6 Responses to “What’s the big deal about BPEL”

  • Sonam Chauhan:

    Hi Todd – I’m a BPM newbie and have a question about this comment:

    “There shouldn’t be a reason to exchange BPEL between partners, because it’s an execution language. Each partner executes their own processes, so the key concern is the services that allow them to integrate, not the behind the scenes execution. ”

    What about a scenario when businesses want Business process management (BPM) integration with supply chain partners – can BPEL play any part here at all? For eg,: a buyer and seller have BPM integrated their buy/sell process. The buyer’s user sends a PO to the seller, and his BPM system only allows him to cancel the order _until_ it is picked in the seller’s warehouse. What standards or frameworks would be used to achieve this level of process coordination?

  • BPEL can certainly be used in this scenario, but it would only orchestrate the services on each end, not across both. For example, in the order cancellation example you gave, the buyer may have no visibility into the rules regarding cancellation. From their perspective, it’s simply a service request of “Cancel Order”. In the automated processing behind the scenes at the seller (which could be done using BPEL), the business rules would be applied to determine whether to send a “Sorry, can’t cancel anymore” or “Cancellation successful” message.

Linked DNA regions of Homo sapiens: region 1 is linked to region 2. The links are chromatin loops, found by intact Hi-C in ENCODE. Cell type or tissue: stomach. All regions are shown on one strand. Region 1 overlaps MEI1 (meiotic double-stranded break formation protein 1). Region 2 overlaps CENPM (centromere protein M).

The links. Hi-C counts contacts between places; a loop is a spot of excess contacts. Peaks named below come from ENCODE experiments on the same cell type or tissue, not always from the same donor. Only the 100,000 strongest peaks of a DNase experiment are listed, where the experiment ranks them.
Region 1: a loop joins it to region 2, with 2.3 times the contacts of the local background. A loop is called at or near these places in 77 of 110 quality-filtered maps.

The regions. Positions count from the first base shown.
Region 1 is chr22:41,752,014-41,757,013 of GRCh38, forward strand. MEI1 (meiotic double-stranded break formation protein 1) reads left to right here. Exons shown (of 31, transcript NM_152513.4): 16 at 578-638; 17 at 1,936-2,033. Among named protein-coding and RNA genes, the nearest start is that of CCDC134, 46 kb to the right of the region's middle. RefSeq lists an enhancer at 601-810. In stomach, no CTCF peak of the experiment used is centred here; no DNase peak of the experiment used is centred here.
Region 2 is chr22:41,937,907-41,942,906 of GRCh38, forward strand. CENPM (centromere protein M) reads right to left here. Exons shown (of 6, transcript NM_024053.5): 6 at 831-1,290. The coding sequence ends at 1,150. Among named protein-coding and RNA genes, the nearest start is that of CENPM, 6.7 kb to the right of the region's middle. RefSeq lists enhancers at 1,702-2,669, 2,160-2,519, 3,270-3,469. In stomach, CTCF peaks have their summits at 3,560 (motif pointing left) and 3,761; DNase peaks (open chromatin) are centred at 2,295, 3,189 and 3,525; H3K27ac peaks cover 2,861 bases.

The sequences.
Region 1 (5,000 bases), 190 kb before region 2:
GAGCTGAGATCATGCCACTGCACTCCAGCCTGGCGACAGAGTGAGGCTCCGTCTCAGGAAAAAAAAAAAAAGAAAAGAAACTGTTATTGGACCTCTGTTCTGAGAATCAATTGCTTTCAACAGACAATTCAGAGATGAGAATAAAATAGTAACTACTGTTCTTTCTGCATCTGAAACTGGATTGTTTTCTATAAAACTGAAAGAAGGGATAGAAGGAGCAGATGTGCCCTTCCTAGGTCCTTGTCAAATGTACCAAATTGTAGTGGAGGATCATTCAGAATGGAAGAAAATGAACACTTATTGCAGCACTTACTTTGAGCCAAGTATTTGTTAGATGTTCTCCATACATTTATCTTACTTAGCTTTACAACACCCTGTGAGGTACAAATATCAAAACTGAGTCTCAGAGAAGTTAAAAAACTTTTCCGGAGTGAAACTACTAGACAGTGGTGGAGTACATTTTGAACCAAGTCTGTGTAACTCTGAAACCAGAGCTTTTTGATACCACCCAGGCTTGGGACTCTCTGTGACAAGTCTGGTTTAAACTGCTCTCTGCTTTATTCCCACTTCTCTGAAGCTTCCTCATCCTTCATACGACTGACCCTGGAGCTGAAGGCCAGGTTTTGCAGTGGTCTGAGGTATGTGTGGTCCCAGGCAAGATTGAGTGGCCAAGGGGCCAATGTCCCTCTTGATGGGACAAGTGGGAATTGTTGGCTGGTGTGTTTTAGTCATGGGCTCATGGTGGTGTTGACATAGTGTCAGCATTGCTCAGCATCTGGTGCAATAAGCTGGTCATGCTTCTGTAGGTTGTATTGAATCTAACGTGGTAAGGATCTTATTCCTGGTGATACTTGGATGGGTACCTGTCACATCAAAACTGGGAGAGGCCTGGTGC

• Sonam Chauhan:

    Thanks for helping me out with that Todd!

    Carrying on a bit with our example… (humor me :)

    1. Wouldn’t it be better for the buyer’s BPM to indicate whether or not order cancellation was allowed for an order, prior to the action. For eg, a buyer may want to cancel two orders – one for a machine, the other for it’s fuel – but only if both could be cancelled together.

    Perhaps the seller’s system could send generic ‘model-state-update’ document that enable/disable actions or even sections of specific process instances on the buyer’s system

    Do you know of any technology to constrain or change model instances during execution?

    2. For this to be possible, the seller’s system would need knowledge of the BPM model in the buyer’s system. What if the order fulfillment part of the model actually originated from the seller — i.e. at B2B integration setup time, the buyer’s IT personnel dynamically imported the order fulfillment part of the ordering model from the seller’s system and mapped it to stubs on their process model.

    Something like this: (forgive formatting errors)

    Buyer’s Ordering Model | Sellers’ Order Fulfillment SubModel
    … Order Transmit Stub (o) (o) Receive Order Stub
    … Other Stubs (o) (o) Other stubs
    … Invoice Receive Stub (o) (o) Transmit Invoice Stub

    Do you know of any technology to do this?

    — Sonam